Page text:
One of the stranger duos in the performing arts hit New York City on October 5: Jeffrey Sachs and Bono. The economist delivered the inaugural Daniel Patrick Moynihan lecture at New York University, and the rock star was his warm-up act. Their common theme was the moral urgency of relieving African poverty, but all the fans and TV cameras dogging Bono made it easy to overlook that.
It’s not often that an economist attracts a follower and promoter like Bono, lead singer of the bombastic Irish rock group U2. The pairing, and their common theme, seem especially odd to anyone who remembers Sachs’s history from the late 1980s and early ’90s, when he earned the nickname Dr. Shock.
In thinking about the New Sachs, it’s worth recalling the Old Sachs. His debut on the global stage was as an adviser to Bolivia, where he recommended a combination of tight fiscal and monetary policy, which came to be known as “shock therapy,” that helped bring down the country’s inflation rate from 11,750 percent in 1985 to a mere 15 percent in 1987. That’s not a wholly bad achievement–almost no one likes hyperinflation–but the disinflation did nothing to change Bolivia’s status as one of the poorest countries in the Western Hemisphere.
That alleged “success” attracted the attention of politicians and development officials as Communism was about to make its extremely troubled “transition” to post-Communism. Sachs was hired as an adviser to several governments, most famously Poland and Russia. Living up to his nickname, Sachs generally advocated a rapid transition to a market economy, featuring overnight privatizations and the freeing of long-regulated prices. Poland is counted by some as a “success” story, even though unemployment and poverty rose. But Russia endured one of the worst economic and social collapses in history. Several years ago, when I asked Sachs to comment on Russia’s sorry outcome, he blamed the Yeltsin government for failing to take his advice. Apparently this is an old Sachs ploy; he told the banking magazine Euromoney in 1992 that the problems with Poland’s less than happy transition were the government’s fault, because it failed to privatize quickly enough.
Ah, but that’s history, as we like to say when we consign inconvenient facts to the trash. Pursuing a musical conceit, Bono referred to Sachs’s “early works” in Russia and Eastern Europe, forgetting that those works helped throw millions into poverty. Bringing that up might have interfered with the performance of their mutual boy-crush. Bono called Sachs “my professor, my teacher, my rock star”–and he confessed to being jealous of Sachs’s latest celebrity sidekick, Angelina Jolie. When Sachs took the stage, he returned the flattery by declaring that Bono should win not one but four Nobel Prizes: in economics, literature, peace and, most surprising, in physics–because just as Einstein demonstrated curvatures in space, Bono proved that in politics right can meet left. Someone should tell George W. Bush!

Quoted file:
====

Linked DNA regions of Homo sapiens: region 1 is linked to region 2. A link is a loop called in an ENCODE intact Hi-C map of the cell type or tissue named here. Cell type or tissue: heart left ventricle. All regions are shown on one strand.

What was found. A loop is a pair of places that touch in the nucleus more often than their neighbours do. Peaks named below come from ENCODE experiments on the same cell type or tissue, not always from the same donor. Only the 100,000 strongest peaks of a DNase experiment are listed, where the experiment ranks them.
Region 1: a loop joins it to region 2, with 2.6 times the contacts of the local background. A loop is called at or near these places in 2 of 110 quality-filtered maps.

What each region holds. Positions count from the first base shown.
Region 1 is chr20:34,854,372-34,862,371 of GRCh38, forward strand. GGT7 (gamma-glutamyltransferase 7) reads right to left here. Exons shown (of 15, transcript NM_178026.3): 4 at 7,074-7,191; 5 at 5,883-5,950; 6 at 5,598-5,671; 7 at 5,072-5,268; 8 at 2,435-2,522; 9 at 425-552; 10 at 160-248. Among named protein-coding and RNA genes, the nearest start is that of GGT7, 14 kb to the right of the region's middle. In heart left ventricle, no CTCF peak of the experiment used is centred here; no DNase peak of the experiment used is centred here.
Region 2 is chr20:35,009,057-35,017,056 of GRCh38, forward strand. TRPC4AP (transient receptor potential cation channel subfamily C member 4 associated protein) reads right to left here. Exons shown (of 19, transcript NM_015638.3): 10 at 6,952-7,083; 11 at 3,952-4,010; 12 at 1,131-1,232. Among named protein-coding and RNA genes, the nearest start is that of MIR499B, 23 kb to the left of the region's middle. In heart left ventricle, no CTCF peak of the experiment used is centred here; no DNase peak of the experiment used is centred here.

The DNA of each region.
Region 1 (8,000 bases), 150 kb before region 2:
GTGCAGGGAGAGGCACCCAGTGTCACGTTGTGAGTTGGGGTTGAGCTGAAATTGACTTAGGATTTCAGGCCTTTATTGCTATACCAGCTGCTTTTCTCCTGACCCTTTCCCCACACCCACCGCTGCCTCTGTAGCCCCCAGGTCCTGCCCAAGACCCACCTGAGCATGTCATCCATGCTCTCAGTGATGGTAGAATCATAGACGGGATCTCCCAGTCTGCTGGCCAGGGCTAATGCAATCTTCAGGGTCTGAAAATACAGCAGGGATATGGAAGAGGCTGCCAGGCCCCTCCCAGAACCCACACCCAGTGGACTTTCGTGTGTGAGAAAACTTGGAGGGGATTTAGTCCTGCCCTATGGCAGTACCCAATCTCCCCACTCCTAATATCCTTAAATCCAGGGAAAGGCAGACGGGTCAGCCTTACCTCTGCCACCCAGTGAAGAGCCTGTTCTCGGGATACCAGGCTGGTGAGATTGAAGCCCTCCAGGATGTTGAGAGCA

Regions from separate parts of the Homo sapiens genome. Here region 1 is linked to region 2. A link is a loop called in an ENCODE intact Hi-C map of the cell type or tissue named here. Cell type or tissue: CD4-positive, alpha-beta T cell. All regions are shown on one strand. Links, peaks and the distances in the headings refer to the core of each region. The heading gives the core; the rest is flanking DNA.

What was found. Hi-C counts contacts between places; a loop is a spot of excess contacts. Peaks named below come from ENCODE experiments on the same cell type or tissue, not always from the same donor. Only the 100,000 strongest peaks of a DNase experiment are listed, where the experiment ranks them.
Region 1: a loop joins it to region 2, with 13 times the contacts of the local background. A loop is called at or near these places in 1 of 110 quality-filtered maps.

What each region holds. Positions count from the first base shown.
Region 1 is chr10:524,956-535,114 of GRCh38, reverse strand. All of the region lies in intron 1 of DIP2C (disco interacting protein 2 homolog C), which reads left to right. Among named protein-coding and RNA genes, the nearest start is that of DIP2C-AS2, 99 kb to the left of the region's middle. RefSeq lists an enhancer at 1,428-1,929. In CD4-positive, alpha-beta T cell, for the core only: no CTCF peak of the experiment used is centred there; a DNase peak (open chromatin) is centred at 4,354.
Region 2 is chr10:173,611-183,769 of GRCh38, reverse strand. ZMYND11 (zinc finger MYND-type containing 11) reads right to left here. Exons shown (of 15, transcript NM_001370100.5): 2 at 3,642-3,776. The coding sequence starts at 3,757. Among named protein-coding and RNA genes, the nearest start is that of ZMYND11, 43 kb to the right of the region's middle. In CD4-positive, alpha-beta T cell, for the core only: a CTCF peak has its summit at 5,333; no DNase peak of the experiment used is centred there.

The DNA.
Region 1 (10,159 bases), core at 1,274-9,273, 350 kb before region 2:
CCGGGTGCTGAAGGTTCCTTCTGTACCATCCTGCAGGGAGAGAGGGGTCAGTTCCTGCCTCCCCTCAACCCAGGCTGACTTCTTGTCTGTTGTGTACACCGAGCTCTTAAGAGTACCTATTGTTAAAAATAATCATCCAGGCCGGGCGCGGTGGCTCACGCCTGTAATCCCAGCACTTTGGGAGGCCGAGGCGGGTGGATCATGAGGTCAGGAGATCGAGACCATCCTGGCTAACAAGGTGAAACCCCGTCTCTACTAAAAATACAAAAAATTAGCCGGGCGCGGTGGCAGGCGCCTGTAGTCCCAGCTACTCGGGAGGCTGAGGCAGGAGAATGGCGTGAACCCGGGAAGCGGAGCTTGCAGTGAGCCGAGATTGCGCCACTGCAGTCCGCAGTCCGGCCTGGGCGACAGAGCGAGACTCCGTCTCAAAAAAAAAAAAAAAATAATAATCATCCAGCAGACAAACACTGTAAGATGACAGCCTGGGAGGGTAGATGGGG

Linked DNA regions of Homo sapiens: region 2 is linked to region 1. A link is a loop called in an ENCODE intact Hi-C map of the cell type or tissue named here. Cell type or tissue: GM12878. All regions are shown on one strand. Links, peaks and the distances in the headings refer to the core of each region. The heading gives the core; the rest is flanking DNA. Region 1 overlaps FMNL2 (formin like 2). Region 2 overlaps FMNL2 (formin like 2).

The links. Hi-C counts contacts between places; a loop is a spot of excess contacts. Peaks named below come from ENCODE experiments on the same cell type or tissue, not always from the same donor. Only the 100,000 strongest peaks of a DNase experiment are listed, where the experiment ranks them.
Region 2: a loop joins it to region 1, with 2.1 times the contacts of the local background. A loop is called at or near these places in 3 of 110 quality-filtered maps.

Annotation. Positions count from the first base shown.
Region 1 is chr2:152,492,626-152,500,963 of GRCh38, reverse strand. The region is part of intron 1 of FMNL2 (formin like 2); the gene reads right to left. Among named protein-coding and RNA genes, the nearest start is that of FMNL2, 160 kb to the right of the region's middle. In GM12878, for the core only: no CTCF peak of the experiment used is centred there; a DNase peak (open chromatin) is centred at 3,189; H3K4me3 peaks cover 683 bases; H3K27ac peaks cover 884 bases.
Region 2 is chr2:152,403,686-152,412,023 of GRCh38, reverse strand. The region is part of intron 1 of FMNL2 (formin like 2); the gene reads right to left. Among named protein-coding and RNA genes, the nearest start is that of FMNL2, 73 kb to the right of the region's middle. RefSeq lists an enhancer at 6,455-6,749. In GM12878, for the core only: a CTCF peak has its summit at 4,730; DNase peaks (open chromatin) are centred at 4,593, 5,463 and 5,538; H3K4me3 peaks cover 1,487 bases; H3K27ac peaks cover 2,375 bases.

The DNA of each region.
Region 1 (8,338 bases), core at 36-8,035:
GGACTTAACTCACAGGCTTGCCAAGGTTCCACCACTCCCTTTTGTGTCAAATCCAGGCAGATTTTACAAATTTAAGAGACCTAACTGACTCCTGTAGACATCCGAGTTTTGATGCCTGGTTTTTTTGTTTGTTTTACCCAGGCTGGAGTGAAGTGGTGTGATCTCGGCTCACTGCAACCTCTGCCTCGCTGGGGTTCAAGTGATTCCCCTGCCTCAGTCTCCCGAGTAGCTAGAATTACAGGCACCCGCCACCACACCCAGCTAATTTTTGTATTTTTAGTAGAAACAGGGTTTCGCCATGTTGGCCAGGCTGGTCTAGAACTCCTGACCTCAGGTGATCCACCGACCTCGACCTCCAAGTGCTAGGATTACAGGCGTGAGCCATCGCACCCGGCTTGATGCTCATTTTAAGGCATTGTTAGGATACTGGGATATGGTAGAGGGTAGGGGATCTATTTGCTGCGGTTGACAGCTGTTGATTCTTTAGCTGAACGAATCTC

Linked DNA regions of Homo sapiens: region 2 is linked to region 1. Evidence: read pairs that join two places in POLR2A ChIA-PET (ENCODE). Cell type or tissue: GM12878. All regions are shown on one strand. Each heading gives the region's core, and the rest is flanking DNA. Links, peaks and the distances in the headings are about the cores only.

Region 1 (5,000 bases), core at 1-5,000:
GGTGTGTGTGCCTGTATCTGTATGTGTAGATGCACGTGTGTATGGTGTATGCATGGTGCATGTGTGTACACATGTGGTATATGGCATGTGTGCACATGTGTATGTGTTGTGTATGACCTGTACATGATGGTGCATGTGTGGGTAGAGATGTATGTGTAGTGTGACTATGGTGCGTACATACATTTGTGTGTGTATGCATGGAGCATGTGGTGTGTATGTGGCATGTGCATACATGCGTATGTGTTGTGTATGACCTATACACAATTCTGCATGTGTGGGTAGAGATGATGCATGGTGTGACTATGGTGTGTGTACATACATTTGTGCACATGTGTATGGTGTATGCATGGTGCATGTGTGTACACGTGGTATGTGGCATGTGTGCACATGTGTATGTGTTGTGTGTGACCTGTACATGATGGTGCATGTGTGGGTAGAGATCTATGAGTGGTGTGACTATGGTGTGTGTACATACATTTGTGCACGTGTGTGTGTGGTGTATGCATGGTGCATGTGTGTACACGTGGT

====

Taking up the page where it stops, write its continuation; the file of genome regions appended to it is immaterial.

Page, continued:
It’s easy to make fun of this vain duo–and, frankly, it’s hard to stop–but it must be admitted that they’re doing good work. Several years ago Bono, purportedly a devout Christian, managed to convince Jesse Helms that Jesus would want him to support assistance to Africans with AIDS (which is presumably what inspired Sachs’s strange remark about the curvature of political space). And Sachs’s tireless lobbying for debt relief for the world’s poorest countries (most of them in Africa) is highly admirable; no one of comparable stature in his profession comes close (though it doesn’t seem as though he’s winning any converts among the movers and shakers). He’s also a tough critic of the invasion of Iraq and of the neocolonial brutalities of IMF austerity programs, using language far stronger than any that Paul Krugman would ever deploy. Still, Sachs hasn’t completely severed his links to orthodoxy. His thinking about the situation of the so-called middle-income countries, like Mexico and Brazil, is fairly conventional, though they too suffer from heavy debts and the toxic legacy of colonialism.
But he is right about the misery of the billion people who live on a dollar a day or less. We could end extreme poverty in the world for what would amount to pocket change for the rich countries; we could pretty much eliminate the malaria that’s endemic in Africa for even less. But we don’t, because no one cares enough. Sachs and Bono (and Jolie) are doing their best to make us care. It would all go down a lot better, though, if Sachs would admit how wrong he was about Russia.